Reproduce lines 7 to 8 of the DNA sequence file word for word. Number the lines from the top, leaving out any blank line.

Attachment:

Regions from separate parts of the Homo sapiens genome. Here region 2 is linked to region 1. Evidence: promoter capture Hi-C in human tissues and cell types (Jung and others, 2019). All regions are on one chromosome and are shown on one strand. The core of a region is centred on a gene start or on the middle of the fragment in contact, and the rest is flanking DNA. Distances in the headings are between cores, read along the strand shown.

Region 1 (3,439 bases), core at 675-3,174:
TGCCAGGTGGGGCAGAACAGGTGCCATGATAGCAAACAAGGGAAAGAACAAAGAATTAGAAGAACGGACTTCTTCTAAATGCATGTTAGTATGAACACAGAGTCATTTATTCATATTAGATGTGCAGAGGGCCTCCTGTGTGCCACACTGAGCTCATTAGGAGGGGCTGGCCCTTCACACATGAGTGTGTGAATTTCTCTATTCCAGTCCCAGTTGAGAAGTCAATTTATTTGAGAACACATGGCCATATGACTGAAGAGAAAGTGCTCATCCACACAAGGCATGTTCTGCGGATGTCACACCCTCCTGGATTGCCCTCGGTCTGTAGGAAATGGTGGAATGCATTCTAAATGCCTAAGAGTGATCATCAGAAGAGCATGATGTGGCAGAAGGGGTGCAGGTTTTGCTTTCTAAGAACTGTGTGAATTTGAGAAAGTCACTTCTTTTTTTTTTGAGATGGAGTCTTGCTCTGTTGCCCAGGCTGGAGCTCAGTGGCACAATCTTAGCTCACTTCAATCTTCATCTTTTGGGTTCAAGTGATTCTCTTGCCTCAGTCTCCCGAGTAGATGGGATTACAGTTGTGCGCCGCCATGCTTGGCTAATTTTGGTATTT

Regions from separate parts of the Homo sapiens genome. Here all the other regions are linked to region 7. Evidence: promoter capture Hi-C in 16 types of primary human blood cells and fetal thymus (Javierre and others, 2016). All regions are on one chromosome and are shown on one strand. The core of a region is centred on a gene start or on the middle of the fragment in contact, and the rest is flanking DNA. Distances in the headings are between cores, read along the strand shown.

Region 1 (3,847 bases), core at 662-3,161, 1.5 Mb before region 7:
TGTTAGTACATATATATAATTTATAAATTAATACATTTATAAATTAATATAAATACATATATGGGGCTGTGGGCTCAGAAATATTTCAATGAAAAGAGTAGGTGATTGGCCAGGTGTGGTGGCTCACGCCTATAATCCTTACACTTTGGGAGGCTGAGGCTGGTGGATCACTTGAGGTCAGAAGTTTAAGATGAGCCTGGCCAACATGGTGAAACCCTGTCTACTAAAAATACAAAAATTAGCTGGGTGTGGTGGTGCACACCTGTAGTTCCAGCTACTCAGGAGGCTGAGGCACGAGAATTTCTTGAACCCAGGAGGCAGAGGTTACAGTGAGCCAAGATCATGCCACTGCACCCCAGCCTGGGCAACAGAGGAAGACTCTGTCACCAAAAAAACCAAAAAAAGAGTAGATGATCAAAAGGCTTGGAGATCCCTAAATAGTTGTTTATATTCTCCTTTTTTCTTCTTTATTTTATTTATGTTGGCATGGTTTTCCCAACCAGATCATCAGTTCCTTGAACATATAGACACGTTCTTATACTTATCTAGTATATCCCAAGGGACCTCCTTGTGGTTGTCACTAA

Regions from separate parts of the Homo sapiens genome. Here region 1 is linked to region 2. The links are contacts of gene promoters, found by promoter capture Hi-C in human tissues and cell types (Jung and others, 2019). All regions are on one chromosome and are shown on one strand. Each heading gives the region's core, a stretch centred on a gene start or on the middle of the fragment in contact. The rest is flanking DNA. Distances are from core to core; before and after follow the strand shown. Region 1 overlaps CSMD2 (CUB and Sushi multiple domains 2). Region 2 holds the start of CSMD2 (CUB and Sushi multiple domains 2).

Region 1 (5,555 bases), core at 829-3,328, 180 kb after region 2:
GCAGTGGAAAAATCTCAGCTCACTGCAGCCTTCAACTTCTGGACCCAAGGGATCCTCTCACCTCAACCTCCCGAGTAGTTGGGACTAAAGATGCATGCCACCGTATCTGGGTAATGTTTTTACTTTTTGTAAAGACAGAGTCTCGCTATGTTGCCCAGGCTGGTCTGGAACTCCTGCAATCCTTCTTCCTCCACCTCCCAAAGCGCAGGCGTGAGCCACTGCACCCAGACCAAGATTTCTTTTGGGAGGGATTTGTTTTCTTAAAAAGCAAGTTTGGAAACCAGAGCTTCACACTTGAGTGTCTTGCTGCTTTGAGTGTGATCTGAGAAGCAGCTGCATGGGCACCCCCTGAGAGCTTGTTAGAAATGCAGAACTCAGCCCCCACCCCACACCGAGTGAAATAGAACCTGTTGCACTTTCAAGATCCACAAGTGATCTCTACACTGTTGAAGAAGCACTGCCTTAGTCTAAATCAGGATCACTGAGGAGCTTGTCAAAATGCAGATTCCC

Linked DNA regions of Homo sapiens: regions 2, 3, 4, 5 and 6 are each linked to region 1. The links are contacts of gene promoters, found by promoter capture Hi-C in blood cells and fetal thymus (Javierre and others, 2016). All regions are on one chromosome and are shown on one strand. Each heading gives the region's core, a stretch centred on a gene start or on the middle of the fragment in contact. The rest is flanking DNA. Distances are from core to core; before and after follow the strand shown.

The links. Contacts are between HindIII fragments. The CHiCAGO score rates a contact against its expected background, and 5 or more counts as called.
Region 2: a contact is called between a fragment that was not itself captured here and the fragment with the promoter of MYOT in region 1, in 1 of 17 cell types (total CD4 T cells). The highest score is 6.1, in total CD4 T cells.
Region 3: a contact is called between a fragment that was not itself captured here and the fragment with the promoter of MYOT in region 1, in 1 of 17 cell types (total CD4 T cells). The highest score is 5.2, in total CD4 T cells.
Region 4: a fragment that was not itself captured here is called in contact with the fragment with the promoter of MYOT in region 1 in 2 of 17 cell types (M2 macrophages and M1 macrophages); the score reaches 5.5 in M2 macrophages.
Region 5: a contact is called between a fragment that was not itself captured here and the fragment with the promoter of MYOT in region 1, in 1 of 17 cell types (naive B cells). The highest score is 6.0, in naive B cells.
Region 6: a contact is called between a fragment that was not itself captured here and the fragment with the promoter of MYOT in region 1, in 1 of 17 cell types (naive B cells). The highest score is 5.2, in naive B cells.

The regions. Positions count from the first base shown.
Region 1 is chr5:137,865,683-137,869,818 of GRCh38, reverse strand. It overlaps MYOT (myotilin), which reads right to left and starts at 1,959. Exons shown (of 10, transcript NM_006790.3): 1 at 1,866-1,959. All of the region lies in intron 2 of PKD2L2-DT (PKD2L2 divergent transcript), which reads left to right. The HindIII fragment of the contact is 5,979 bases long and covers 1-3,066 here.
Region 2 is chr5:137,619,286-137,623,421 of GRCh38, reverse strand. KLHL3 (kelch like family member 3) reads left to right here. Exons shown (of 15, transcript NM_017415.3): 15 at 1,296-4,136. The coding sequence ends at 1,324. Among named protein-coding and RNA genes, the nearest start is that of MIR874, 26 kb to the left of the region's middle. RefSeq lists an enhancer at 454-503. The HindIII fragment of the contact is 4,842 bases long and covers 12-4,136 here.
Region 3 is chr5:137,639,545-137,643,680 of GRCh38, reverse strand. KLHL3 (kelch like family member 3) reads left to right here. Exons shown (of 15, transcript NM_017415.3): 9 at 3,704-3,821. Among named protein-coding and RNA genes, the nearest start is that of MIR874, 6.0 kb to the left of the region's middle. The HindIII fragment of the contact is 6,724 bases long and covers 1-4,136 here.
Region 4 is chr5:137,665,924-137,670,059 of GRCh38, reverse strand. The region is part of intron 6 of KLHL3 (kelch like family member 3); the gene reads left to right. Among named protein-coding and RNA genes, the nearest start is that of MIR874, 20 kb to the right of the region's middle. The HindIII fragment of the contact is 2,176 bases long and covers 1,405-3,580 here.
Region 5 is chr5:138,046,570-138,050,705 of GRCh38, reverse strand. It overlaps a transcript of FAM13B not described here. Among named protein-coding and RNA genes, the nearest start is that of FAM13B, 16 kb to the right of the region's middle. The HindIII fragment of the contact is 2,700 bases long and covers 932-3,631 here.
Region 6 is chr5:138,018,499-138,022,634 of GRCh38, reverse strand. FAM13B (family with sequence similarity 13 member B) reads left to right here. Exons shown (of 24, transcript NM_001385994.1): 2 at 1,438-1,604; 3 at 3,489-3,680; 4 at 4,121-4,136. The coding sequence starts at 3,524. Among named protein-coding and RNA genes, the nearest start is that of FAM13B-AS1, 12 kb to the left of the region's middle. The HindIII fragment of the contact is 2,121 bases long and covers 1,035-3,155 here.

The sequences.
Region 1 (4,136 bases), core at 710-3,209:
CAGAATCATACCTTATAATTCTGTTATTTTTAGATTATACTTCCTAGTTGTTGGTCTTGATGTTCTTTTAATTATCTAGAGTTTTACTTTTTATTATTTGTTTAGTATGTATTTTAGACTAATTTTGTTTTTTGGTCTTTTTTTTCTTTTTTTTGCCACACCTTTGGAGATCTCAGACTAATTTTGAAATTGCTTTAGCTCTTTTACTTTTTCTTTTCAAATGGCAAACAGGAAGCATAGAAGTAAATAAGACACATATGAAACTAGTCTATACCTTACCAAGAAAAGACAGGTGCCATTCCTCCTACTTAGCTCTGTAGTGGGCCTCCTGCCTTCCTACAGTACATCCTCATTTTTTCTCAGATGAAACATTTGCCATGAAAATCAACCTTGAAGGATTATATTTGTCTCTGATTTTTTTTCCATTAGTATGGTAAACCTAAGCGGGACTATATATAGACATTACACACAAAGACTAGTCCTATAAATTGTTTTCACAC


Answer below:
Regions from separate parts of the Homo sapiens genome. Here region 1 is linked to region 2. The links are contacts of gene promoters, found by promoter capture Hi-C in human tissues and cell types (Jung and others, 2019). All regions are on one chromosome and are shown on one strand. Each heading gives the region's core, a stretch centred on a gene start or on the middle of the fragment in contact. The rest is flanking DNA. Distances are from core to core; before and after follow the strand shown. Region 1 overlaps CSMD2 (CUB and Sushi multiple domains 2). Region 2 holds the start of CSMD2 (CUB and Sushi multiple domains 2).

Region 1 (5,555 bases), core at 829-3,328, 180 kb after region 2: